THE tentative joint venture involving America's National Steel Corporation and Japan's Nippon Kokan should benefit both companies. Equally important, it is one more crucial link in forging a common industrial bond between the two highly competitive trading partners, the United States and Japan.
The steel linkup, which must be approved by the US Justice Department, is the latest in a number of ventures involving US and Japanese companies. The largest is the $300 million agreement between General Motors and Toyota to build subcompact cars at a GM facility in Fremont, Calif. Two months ago it was announced that Nishin Steel Company of Japan would purchase 10 percent of the Wheeling-Pittsburgh Steel Corporation. And two Japanese automakers, Honda and Nissan, have built plants in the United States.
The National-Nippon venture, however, is significant in that it represents the first time an overseas steel producer has directly moved into the giant US market.
The US steel industry, in part because of technical factors, has been coming out of the recession more slowly than other key industries. True, United States Steel, the nation's largest producer, just announced a first-quarter profit for 1984 of $171 million, compared with a loss of $118 million for the same period a year ago. But Bethlehem Steel, the nation's second-largest producer, posted a loss of $54.6 million for the quarter; that compares with a loss of $149.7 million a year earlier.
Still, the outlook for the rest of the year for the US steel industry seems promising. Industry in general in the US is now earmarking more resources for capital spending. And the consumer-goods market remains strong. Both factors should keep US steel plants humming in the months ahead.
For National Steel, the joint venture means an infusion of much-needed capital for further modernization - as well as management expertise from its Japanese partner. National's facilities are already considered among the US industry's most modern plants.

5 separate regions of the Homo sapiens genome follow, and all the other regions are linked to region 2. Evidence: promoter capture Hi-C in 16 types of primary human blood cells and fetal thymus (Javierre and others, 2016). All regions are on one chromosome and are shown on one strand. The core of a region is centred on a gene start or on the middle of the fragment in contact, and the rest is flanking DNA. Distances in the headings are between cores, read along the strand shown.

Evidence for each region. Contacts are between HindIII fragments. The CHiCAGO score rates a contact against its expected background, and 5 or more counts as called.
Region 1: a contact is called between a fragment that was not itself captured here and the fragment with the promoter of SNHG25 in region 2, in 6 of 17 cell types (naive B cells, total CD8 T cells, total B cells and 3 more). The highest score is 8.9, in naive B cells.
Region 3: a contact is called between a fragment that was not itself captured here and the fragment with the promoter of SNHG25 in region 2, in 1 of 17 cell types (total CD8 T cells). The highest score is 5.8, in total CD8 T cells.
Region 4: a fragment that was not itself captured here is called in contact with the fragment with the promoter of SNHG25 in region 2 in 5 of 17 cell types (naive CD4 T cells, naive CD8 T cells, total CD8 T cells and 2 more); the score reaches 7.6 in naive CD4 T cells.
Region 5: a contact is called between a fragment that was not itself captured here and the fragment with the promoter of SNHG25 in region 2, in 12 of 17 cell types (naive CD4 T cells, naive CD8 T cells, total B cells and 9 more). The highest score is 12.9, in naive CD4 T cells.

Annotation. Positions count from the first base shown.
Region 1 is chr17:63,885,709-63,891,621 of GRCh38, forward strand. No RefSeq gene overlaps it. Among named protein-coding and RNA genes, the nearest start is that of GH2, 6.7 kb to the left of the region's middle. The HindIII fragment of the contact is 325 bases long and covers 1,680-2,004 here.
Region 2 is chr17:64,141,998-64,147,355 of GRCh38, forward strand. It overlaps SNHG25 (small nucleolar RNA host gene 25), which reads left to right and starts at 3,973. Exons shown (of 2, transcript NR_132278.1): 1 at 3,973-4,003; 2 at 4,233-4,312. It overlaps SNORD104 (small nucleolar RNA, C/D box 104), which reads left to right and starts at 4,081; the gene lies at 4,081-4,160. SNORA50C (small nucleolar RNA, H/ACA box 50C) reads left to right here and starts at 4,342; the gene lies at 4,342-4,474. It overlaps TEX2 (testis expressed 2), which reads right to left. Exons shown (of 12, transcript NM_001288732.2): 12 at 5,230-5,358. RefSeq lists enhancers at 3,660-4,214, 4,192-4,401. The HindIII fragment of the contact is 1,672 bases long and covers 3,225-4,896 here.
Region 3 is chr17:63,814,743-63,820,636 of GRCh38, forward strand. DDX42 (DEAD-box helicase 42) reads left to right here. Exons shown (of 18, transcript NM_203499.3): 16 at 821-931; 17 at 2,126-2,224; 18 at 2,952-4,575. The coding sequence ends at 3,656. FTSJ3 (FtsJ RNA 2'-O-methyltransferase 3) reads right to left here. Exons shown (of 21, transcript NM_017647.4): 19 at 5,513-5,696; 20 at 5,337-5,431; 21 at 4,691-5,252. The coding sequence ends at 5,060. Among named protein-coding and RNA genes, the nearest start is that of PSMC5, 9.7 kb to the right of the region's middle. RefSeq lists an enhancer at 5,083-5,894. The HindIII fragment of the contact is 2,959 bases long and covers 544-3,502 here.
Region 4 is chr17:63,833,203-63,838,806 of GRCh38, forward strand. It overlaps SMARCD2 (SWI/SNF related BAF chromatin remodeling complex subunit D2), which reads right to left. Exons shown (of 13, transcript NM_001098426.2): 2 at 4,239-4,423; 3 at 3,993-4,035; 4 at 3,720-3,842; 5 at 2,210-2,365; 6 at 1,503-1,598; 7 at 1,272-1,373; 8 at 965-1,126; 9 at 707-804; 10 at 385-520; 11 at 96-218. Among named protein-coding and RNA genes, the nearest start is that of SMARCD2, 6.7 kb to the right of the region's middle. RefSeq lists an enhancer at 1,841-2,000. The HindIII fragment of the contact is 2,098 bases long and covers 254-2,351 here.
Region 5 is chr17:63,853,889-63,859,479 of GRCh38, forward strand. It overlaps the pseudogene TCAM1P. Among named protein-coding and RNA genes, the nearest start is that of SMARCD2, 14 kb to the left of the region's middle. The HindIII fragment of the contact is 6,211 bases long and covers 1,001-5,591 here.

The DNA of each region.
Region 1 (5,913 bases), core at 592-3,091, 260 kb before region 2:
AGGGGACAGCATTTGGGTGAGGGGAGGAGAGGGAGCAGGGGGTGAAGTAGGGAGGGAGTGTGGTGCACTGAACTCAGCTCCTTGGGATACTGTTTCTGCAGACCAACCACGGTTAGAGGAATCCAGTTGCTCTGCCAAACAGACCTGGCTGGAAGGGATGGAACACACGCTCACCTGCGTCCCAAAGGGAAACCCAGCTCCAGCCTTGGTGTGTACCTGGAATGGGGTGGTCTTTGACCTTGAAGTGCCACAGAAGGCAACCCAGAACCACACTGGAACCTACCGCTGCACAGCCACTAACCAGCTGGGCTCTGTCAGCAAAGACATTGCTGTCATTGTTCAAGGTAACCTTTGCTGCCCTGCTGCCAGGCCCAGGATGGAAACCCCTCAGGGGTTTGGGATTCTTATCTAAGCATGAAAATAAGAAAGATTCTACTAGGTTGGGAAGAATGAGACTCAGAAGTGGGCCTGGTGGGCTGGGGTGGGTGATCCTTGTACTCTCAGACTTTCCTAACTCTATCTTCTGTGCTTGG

For Nippon Kokan, the joint venture means a direct foothold in the US industrial market at a time when protectionist sentiment against imports is rising. The Japanese steel producer is also logically following the movement of Japanese auto plants onto the US mainland.
The steel venture is expected to pave the way for joint ventures in other industries, such as computers.
What seems especially clear is that the increasing commercial linkup between the two nations should prove mutually beneficial. Japan, it might be noted, is larger in population than any two of the four largest Western European nations combined. Little by little Japan's highly protected domestic consumer market is being pried open to US exports. Moreover, both nations share a common commercial ''backyard'' - namely, the giant Asian-Pacific Rim trading market.
Japanese companies recognize that they will be facing mounting competition in the years ahead from the newly industrialized countries of Asia - such as South Korea and Taiwan. That means that Japanese heavy industry - steel and autos, for example, as well as Japanese consumer-goods industries - will face increasing competition in Asia and North America from its new upstart Asian competitors.
An automobile produced in South Korea, for example, could be turned out at lower cost then in Japan itself, what with lower wage scales. For just these reasons, joint ventures with United States companies make good sense indeed to Japanese business leaders.